The proportionality rule signals a sea change in the scope of discovery. “The biggest change will be proportionality and getting rid of the phrase ‘reasonably calculated to lead to the discovery of admissible evidence’ in Rule 26,” says Michele D. Hangley, Philadelphia, PA, cochair of the Rules Amendments Roadshow and member of the Section’s Federal Practice Task Force. “Previously, the ‘reasonably calculated’ phrase had been moved to a less prominent place,” she says. “Now it has been removed from the rule entirely.” Removing the “reasonably calculated” phrase, Hangley suggests, “will make a difference in how parties justify the discovery that they are seeking.”
Speeding Up Cases
The amended rules also shorten up the deadlines in early case management. Under amended Rule 4, the court must dismiss an action if the complaint is not served within 90 days, shortening the period by 30 days from the old rule. Revised Rule 16 now requires a scheduling order 30 days earlier as well. Another feature of revised Rule 16 is that “it states that the court has the option of ordering that parties must request a conference before filing a motion to compel,” says Hangley. She suggests that this can decrease the amount of time spent on discovery motions.
These changes, designed to speed up case management, are tied to the narrowing of discovery. “The objective of the changes is to do discovery smarter and to focus case management on what will dispose of a case,” says Laurence F. Pulgram, San Francisco, CA, chair-elect of the Section of Litigation.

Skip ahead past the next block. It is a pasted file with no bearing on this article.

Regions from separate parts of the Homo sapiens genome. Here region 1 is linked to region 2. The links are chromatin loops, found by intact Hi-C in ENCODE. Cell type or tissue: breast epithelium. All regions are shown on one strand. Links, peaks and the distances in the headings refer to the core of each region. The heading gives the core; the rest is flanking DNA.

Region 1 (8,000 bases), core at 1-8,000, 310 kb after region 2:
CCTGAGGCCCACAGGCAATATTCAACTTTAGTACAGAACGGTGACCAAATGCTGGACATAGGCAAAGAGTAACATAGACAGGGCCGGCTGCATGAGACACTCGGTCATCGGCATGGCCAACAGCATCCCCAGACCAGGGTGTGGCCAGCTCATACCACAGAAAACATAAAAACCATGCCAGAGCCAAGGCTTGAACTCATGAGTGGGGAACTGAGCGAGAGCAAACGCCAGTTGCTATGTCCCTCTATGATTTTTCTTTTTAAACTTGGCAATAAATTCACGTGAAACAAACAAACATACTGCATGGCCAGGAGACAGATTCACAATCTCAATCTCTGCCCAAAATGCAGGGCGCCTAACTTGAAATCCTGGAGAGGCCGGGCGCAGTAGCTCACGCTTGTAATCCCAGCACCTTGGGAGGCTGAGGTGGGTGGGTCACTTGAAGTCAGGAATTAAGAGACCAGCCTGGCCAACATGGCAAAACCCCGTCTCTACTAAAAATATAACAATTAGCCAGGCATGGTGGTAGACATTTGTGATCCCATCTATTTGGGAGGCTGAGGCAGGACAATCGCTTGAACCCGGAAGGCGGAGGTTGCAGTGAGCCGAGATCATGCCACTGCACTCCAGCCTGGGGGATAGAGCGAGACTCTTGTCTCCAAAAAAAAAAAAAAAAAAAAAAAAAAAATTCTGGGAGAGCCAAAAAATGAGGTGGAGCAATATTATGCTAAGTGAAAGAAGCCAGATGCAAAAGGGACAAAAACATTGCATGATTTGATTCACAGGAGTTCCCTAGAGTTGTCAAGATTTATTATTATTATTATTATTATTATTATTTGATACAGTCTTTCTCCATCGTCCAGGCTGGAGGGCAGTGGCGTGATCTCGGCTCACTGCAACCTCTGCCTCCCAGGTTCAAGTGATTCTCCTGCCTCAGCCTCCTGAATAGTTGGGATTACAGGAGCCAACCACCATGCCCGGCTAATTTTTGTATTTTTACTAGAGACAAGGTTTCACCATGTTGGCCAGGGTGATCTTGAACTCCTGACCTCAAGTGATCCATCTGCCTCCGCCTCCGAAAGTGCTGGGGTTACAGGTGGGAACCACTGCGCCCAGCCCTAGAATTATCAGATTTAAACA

Leaders Go on the Road to Discuss New Changes
“The new rules are the best and likely the only opportunity of the decade to affect the cost and scope of discovery,” says Pulgram. As a result, the Section has developed a Rules Amendments Roadshow, entitled: “Hello ‘Proportionality,’ Goodbye ‘Reasonably Calculated’: Reinventing Case Management and Discovery Under the 2015 Civil Rules Amendments.” The roadshow is a 13-city program designed to highlight the new rules. The roadshow begins in November 2015, ahead of the December 1, 2015 effective date for the rules changes, and continues into spring 2016.
The Rules Amendments Roadshow is a result of collaboration with the Duke Law Center for Judicial Studies. “The Litigation Section, being institutionally interested in making discovery less expensive, partnered with Duke University to create this 13-city program on how these new rules are affecting civil practice,” observes Pulgram. “We are trying to collect the leading architects of the rules, judges, and [magistrate judges] in these locations around the country to engage in a dialogue and dive into the rules changes, and how the bar can use them to improve the way we litigate.”
At each location, Pulgram explains, there will be local judges, magistrate judges, and members of the defense and plaintiffs’ bars. “I think the Rules Roadshow will provide an opportunity to lawyers and judges to shape litigation practice going forward and powerful insight into how judges think about litigation and the cases they oversee,” says Beth L. Kaufman, New York, NY, cochair of the Rules Amendments Roadshow and the Section’s liaison to the ABA’s Commission on Women in the Profession. “It will be a very interactive dialogue to discuss the myriad of ways proportionality can be achieved among the judges and lawyers on the dais who practice in these courts.”
The Section of Litigation and Duke have created websites for the roadshow, with agendas, times, dates, and registration information. The roadshow begins New York, NY in November 2015. Litigation News will be providing additional coverage about these changes, including an in-depth look at the amended Federal Rules of Civil Procedure in its upcoming winter 2016 print edition.
Andrew J. Kennedy is an associate editor for Litigation News.